The BoE appears not to be an exception to this observation. As a result of an independent Deloitte report following the outage, BoE has said that it will strengthen its crisis management procedures. Hopefully, this includes the periodic testing of its backup systems to avoid failover faults.
Virtualization has enabled IT infrastructure to become a utility platform. Resources are pooled and are applied to computational loads only as needed. The result is an unparalleled efficiency in the use of compute, storage, and networking infrastructure in a data center. However, a cloud needs constant managing as its application mix changes and as application workloads grow.
Public cloud providers require a competent staff that can closely monitor all aspects of their data centers and can respond effectively to any change in needs. Their pricing models ensure that they can provide the highest level of service.
However, data centers of private companies are administered by a smaller staff of technicians who have a lot to do besides manage virtualization challenges. Even worse, companies are continually reducing their IT budgets and asking their IT staff to do more with less. In this article, we look at the challenges faced by companies that run their own private clouds.
In order to continue to meet the business continuity needs of the enterprise, a great deal of monitoring is required. Monitoring is complex and demands the 24x7 attention of experienced staff. There are, however, tools available to aid significantly in this task.
VMTurbo is a monitoring and management tool that maintains a virtualized data center in the “Desired State.” VMTurbo defines the “Desired State” of a virtualized environment as that which eliminates inefficiencies without compromising application performance.
Maintaining the Desired State is typically a complex, time-consuming, and error-prone job requiring the skills of highly experienced engineers. Virtualization monitoring tools alert you when you have a problem and allow you to investigate. VMTurbo is a proactive management tool that automatically maintains the virtualized environment in the Desired State. It prevents problems rather than issuing alerts indicating that there are problems. VMTurbo continuously monitors resource usage and automatically reassigns VMs to compute clusters to maintain corporate policies.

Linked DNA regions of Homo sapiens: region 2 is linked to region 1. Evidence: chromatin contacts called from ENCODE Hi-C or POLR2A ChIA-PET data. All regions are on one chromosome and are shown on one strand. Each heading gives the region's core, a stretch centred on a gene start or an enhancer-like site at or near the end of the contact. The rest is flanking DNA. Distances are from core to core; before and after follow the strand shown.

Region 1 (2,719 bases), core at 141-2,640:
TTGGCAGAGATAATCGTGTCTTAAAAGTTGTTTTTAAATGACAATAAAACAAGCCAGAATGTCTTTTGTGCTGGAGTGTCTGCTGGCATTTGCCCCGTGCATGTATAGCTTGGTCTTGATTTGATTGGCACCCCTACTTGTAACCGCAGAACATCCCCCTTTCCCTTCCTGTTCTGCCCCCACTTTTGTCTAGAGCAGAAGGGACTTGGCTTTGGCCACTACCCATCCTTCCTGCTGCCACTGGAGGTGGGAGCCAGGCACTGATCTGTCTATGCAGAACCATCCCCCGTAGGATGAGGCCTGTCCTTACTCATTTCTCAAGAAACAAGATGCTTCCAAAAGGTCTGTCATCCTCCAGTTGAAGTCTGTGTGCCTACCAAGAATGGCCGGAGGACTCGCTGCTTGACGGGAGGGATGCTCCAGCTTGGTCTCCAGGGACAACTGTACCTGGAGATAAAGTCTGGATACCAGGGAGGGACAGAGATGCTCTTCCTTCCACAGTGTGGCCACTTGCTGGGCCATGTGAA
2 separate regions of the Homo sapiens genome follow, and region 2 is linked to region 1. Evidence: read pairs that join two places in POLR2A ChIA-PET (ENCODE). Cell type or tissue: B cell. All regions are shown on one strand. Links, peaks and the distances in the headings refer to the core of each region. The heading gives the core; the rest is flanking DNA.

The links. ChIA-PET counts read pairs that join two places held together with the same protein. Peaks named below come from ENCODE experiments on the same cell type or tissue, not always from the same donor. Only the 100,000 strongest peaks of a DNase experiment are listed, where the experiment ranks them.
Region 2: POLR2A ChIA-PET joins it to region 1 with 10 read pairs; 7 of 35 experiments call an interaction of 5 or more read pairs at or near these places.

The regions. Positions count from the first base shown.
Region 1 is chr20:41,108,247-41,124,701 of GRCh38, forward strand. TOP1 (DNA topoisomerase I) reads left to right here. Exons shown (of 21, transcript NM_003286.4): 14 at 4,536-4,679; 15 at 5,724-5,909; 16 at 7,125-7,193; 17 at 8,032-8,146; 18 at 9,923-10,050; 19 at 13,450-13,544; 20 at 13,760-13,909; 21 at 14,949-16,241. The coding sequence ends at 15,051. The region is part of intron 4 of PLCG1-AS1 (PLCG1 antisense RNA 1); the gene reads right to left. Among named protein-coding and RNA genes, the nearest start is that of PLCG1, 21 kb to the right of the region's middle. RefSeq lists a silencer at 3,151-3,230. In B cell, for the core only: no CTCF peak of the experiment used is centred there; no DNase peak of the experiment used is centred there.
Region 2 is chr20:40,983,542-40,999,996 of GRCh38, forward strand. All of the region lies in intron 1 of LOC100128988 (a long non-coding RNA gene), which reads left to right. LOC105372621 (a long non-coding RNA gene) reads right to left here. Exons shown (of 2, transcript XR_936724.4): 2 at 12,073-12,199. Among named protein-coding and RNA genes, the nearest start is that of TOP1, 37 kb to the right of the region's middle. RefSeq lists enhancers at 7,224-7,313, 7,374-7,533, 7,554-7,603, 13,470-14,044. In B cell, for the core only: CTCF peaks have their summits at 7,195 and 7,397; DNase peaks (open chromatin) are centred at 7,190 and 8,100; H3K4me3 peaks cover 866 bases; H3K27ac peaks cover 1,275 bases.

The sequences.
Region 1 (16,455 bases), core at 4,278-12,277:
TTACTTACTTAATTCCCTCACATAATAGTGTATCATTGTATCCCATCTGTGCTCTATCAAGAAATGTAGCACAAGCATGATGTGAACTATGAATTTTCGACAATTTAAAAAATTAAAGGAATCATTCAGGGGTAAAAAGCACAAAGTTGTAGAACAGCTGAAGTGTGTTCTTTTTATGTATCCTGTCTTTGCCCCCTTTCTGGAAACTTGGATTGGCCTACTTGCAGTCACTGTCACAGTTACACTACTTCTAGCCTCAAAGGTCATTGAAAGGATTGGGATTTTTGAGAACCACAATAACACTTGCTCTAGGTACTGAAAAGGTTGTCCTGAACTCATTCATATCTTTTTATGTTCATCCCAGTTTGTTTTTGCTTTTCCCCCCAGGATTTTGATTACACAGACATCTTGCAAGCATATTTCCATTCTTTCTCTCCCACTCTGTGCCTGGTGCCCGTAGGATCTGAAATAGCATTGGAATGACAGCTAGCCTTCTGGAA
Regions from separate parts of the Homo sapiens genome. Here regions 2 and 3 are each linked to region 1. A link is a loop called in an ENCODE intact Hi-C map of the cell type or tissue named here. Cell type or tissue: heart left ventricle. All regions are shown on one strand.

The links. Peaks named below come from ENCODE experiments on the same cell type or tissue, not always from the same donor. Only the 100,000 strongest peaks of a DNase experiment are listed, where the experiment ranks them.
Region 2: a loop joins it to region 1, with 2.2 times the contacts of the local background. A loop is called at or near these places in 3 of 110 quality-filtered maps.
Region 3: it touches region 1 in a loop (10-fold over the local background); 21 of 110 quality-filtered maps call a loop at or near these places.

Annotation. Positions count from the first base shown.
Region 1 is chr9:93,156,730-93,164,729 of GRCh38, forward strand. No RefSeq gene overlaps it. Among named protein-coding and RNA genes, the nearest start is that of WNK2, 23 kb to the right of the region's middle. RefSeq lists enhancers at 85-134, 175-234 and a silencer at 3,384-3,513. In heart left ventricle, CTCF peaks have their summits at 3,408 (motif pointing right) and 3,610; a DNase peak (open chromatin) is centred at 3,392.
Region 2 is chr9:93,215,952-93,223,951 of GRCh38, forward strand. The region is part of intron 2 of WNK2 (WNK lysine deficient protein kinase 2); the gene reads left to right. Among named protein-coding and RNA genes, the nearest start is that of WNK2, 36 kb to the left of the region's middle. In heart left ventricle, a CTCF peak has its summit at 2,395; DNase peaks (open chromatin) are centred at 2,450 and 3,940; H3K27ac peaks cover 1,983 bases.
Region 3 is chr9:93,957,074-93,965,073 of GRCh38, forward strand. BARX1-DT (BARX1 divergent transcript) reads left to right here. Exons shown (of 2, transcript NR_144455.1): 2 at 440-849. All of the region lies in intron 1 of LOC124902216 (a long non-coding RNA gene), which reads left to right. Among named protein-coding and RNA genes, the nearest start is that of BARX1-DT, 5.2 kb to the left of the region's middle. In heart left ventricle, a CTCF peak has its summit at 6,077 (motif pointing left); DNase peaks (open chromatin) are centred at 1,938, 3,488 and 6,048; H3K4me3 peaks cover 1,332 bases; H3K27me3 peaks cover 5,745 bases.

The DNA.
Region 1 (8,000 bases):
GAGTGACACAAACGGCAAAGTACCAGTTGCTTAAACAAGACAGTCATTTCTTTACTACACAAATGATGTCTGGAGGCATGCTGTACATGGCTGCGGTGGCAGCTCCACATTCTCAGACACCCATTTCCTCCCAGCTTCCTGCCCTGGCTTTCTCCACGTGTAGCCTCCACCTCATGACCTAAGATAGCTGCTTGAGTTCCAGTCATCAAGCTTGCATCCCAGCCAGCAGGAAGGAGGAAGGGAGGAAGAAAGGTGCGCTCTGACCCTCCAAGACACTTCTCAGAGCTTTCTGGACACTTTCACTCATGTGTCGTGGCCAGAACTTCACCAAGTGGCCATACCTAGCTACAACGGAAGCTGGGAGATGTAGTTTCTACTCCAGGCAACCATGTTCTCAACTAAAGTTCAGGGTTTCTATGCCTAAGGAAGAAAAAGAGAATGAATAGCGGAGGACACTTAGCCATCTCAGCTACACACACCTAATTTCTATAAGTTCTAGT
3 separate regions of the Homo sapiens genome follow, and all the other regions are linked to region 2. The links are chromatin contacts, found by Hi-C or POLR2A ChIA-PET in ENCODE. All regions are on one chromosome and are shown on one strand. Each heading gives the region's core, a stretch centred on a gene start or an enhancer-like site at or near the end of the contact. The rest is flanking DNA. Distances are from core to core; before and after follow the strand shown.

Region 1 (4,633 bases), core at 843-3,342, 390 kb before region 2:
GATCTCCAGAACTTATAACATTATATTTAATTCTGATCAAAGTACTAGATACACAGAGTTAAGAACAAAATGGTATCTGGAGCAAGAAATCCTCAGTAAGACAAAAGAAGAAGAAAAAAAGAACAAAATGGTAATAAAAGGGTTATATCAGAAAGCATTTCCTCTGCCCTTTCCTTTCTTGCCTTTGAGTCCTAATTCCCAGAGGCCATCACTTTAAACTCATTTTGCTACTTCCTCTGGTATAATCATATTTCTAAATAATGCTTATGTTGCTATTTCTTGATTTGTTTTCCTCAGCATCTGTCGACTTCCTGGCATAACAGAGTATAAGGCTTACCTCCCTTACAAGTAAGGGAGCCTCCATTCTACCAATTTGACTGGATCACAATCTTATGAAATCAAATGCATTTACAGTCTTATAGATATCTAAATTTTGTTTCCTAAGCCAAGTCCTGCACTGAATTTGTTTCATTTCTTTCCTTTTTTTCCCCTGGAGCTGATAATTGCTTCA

VMTurbo can be deployed in about thirty minutes, meaning that operations staffs and engineering teams can quickly test and verify how VMTurbo can control their virtualized environment. VMTurbo claims that its customers typically increase VM density by 20% to 40% without risking degradation in their environments. They further claim that many VMTurbo customers have reduced their infrastructure and licensing costs by 40% to 70%.
VMTurbo offers some free services, including a Virtual Health Monitor and a Business Impact Assessment.
A challenge every issue for the Availability Digest is to determine which of the many availability topics out there win coveted status as Digest articles. We always regret not focusing our attention on the topics we bypass.
Now with our Twitter presence, we don’t have to feel guilty. This article highlights some of the @availabilitydig tweets that made headlines in recent days.